Politicians in Northern Ireland face several days of tense election counts after polls for the Stormont Assembly and the region's 26 local authorities close.
Steady voting was reported in many areas although turnout figures will be closely watched in the wake of a low-key election campaign.
But it will be days before nervous candidates know their fate, with votes in the Assembly election to be counted across Friday and Saturday. The task of allocating local council seats will not even begin until Monday.
The run-in to polling day was marked by an upsurge in violence by dissident republican groups opposed to the peace process. The extremists launched a series of attacks, culminating in the murder of police constable Ronan Kerr who was killed when a booby-trap bomb exploded underneath his car in Omagh, Co Tyrone last month.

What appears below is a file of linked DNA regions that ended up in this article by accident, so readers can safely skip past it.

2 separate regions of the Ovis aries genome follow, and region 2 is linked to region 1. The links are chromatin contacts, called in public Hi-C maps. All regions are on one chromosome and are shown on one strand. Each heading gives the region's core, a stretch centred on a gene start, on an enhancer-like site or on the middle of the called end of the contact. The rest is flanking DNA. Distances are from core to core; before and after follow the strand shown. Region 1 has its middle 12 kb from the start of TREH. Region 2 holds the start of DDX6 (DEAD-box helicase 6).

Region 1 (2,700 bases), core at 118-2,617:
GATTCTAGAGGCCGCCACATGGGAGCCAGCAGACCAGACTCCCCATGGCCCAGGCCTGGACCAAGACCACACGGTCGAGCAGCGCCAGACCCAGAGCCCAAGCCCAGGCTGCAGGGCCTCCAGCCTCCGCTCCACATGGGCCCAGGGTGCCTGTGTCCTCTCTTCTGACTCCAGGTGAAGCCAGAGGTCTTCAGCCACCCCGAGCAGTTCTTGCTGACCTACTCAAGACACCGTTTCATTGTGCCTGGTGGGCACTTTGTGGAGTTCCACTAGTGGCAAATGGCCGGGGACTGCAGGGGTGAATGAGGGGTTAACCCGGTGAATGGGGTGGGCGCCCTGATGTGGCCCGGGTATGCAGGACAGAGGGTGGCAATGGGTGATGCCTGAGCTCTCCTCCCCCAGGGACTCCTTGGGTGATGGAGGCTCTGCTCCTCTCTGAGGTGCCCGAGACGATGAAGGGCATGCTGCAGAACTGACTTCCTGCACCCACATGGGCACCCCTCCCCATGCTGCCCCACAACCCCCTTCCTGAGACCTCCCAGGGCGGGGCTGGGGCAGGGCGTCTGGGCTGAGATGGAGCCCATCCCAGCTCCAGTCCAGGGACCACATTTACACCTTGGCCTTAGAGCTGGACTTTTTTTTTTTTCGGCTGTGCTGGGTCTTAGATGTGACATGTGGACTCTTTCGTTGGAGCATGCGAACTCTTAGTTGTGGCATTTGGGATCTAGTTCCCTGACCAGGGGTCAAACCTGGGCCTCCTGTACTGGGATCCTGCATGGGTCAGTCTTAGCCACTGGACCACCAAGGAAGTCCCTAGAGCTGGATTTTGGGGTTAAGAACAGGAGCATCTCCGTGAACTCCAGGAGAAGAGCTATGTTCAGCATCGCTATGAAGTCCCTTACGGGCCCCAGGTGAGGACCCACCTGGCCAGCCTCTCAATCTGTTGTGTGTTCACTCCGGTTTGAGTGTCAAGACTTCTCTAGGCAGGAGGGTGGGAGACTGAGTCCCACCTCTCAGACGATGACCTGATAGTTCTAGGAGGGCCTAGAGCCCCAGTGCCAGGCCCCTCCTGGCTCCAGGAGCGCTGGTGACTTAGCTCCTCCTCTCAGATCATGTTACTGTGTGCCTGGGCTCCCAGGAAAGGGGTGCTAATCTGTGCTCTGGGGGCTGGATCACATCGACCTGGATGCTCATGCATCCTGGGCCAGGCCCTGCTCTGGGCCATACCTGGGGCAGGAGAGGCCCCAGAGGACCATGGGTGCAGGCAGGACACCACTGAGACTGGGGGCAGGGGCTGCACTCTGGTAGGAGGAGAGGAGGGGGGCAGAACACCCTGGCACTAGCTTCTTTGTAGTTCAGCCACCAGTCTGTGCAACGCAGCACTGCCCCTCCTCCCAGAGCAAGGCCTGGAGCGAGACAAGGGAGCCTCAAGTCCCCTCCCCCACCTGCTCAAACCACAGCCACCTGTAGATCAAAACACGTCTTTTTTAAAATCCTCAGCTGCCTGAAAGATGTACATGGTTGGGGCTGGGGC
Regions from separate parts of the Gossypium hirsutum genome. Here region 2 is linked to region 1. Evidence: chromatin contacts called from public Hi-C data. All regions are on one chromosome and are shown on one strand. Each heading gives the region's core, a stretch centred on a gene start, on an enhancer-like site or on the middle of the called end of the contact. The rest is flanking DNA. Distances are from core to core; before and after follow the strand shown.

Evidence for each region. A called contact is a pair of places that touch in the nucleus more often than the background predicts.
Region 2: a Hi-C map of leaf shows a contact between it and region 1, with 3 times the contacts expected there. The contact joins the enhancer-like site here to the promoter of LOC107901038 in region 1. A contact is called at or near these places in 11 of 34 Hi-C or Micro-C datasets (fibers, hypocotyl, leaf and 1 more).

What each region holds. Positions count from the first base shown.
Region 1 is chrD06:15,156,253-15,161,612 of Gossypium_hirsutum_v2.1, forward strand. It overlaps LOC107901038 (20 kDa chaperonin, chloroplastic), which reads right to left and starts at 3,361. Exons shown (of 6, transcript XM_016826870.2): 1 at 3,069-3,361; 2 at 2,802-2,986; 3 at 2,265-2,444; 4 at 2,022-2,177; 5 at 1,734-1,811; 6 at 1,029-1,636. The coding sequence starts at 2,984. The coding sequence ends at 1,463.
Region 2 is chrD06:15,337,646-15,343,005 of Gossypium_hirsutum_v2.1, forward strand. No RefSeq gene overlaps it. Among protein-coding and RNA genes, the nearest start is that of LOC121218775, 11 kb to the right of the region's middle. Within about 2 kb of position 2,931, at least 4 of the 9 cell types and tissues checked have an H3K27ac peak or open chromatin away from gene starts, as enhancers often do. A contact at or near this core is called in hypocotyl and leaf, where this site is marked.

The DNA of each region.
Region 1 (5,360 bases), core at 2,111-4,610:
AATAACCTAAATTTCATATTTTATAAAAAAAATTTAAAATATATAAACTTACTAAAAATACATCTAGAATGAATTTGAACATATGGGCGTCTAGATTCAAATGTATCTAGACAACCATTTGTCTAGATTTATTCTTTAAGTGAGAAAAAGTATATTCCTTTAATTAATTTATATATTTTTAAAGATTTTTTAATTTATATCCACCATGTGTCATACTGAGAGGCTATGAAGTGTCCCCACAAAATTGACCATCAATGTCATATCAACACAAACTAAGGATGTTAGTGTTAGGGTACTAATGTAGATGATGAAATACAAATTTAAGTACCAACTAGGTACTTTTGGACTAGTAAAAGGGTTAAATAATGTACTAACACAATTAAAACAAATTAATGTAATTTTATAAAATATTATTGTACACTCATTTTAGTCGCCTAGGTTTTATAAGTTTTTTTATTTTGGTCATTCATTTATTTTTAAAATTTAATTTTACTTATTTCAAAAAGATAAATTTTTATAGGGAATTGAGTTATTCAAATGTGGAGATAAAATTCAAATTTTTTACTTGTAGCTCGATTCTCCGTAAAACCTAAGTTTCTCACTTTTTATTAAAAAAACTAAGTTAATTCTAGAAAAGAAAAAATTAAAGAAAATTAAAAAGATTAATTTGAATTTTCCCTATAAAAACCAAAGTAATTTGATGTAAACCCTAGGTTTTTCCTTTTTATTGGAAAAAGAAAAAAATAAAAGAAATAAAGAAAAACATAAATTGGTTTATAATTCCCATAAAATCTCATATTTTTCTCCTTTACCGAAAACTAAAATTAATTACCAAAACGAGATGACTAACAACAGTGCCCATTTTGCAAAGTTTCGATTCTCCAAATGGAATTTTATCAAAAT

Politicians and community leaders from across the religious divide united in the aftermath of the murder.
The 25-year-old policeman's family urged voters to come out in strength and cast their ballots in support of peace.
Voter turnout has been in decline in Northern Ireland, with figures dropping as the peace process has developed.
The electoral office said turnout for Assembly elections in 1998 was 69.9%, in 2003 it was 63.9% and in 2007 it was 62.9%.
Polling stations in the region's 18 Assembly constituencies opened at 7am, with the public allowed to vote up until 10pm.
But with voters filling out ballot papers for the Assembly election, the local government election and the UK-wide AV referendum, voting was reportedly taking longer than usual.